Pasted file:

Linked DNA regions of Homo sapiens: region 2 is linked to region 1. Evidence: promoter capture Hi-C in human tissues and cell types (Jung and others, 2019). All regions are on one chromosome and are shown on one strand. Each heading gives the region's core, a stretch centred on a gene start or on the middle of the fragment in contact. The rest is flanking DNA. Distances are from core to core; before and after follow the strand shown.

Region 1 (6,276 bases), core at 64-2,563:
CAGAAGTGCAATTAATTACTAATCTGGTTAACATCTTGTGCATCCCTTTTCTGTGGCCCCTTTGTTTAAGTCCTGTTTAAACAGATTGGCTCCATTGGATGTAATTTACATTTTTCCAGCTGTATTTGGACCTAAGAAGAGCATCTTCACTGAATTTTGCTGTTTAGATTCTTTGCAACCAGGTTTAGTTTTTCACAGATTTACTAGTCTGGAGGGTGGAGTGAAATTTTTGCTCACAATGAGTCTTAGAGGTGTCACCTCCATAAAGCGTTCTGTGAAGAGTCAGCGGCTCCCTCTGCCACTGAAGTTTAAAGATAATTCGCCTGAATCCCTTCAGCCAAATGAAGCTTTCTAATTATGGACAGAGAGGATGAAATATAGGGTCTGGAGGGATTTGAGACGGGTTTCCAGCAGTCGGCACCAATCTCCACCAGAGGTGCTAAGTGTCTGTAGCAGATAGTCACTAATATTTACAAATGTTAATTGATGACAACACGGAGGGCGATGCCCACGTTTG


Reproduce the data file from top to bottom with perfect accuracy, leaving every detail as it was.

Linked DNA regions of Homo sapiens: region 2 is linked to region 1. Evidence: promoter capture Hi-C in human tissues and cell types (Jung and others, 2019). All regions are on one chromosome and are shown on one strand. Each heading gives the region's core, a stretch centred on a gene start or on the middle of the fragment in contact. The rest is flanking DNA. Distances are from core to core; before and after follow the strand shown.

Region 1 (6,276 bases), core at 64-2,563:
CAGAAGTGCAATTAATTACTAATCTGGTTAACATCTTGTGCATCCCTTTTCTGTGGCCCCTTTGTTTAAGTCCTGTTTAAACAGATTGGCTCCATTGGATGTAATTTACATTTTTCCAGCTGTATTTGGACCTAAGAAGAGCATCTTCACTGAATTTTGCTGTTTAGATTCTTTGCAACCAGGTTTAGTTTTTCACAGATTTACTAGTCTGGAGGGTGGAGTGAAATTTTTGCTCACAATGAGTCTTAGAGGTGTCACCTCCATAAAGCGTTCTGTGAAGAGTCAGCGGCTCCCTCTGCCACTGAAGTTTAAAGATAATTCGCCTGAATCCCTTCAGCCAAATGAAGCTTTCTAATTATGGACAGAGAGGATGAAATATAGGGTCTGGAGGGATTTGAGACGGGTTTCCAGCAGTCGGCACCAATCTCCACCAGAGGTGCTAAGTGTCTGTAGCAGATAGTCACTAATATTTACAAATGTTAATTGATGACAACACGGAGGGCGATGCCCACGTTTG